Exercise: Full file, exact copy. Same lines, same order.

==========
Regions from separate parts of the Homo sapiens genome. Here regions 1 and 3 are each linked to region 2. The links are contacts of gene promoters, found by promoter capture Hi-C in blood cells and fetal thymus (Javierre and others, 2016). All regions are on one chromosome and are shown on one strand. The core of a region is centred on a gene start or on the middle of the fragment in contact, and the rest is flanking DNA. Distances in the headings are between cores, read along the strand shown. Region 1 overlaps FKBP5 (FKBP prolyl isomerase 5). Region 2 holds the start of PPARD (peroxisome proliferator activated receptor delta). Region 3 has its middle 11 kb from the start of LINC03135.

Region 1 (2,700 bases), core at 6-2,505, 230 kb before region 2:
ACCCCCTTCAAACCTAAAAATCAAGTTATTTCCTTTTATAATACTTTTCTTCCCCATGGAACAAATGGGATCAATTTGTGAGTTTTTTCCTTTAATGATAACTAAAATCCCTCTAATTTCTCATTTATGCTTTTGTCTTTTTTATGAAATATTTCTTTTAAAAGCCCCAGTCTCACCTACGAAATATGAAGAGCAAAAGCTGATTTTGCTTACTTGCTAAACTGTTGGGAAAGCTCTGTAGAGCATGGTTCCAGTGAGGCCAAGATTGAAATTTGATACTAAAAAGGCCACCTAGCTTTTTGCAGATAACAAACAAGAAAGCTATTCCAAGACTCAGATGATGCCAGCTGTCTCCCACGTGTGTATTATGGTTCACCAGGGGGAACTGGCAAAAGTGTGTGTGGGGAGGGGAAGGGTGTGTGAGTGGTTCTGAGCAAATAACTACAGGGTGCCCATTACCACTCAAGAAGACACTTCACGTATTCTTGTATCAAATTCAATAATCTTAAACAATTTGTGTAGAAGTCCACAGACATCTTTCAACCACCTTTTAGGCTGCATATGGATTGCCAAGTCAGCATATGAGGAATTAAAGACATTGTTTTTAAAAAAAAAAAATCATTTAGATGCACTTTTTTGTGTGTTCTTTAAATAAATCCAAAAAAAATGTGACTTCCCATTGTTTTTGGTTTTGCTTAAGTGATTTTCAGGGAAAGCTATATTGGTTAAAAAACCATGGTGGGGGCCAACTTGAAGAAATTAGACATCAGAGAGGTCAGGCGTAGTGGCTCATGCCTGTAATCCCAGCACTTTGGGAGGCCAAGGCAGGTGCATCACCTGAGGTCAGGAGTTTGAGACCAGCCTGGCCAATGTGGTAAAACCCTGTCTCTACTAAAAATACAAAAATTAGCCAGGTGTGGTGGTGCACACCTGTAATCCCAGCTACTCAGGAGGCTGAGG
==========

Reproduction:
Regions from separate parts of the Homo sapiens genome. Here regions 1 and 3 are each linked to region 2. The links are contacts of gene promoters, found by promoter capture Hi-C in blood cells and fetal thymus (Javierre and others, 2016). All regions are on one chromosome and are shown on one strand. The core of a region is centred on a gene start or on the middle of the fragment in contact, and the rest is flanking DNA. Distances in the headings are between cores, read along the strand shown. Region 1 overlaps FKBP5 (FKBP prolyl isomerase 5). Region 2 holds the start of PPARD (peroxisome proliferator activated receptor delta). Region 3 has its middle 11 kb from the start of LINC03135.

Region 1 (2,700 bases), core at 6-2,505, 230 kb before region 2:
ACCCCCTTCAAACCTAAAAATCAAGTTATTTCCTTTTATAATACTTTTCTTCCCCATGGAACAAATGGGATCAATTTGTGAGTTTTTTCCTTTAATGATAACTAAAATCCCTCTAATTTCTCATTTATGCTTTTGTCTTTTTTATGAAATATTTCTTTTAAAAGCCCCAGTCTCACCTACGAAATATGAAGAGCAAAAGCTGATTTTGCTTACTTGCTAAACTGTTGGGAAAGCTCTGTAGAGCATGGTTCCAGTGAGGCCAAGATTGAAATTTGATACTAAAAAGGCCACCTAGCTTTTTGCAGATAACAAACAAGAAAGCTATTCCAAGACTCAGATGATGCCAGCTGTCTCCCACGTGTGTATTATGGTTCACCAGGGGGAACTGGCAAAAGTGTGTGTGGGGAGGGGAAGGGTGTGTGAGTGGTTCTGAGCAAATAACTACAGGGTGCCCATTACCACTCAAGAAGACACTTCACGTATTCTTGTATCAAATTCAATAATCTTAAACAATTTGTGTAGAAGTCCACAGACATCTTTCAACCACCTTTTAGGCTGCATATGGATTGCCAAGTCAGCATATGAGGAATTAAAGACATTGTTTTTAAAAAAAAAAAATCATTTAGATGCACTTTTTTGTGTGTTCTTTAAATAAATCCAAAAAAAATGTGACTTCCCATTGTTTTTGGTTTTGCTTAAGTGATTTTCAGGGAAAGCTATATTGGTTAAAAAACCATGGTGGGGGCCAACTTGAAGAAATTAGACATCAGAGAGGTCAGGCGTAGTGGCTCATGCCTGTAATCCCAGCACTTTGGGAGGCCAAGGCAGGTGCATCACCTGAGGTCAGGAGTTTGAGACCAGCCTGGCCAATGTGGTAAAACCCTGTCTCTACTAAAAATACAAAAATTAGCCAGGTGTGGTGGTGCACACCTGTAATCCCAGCTACTCAGGAGGCTGAGG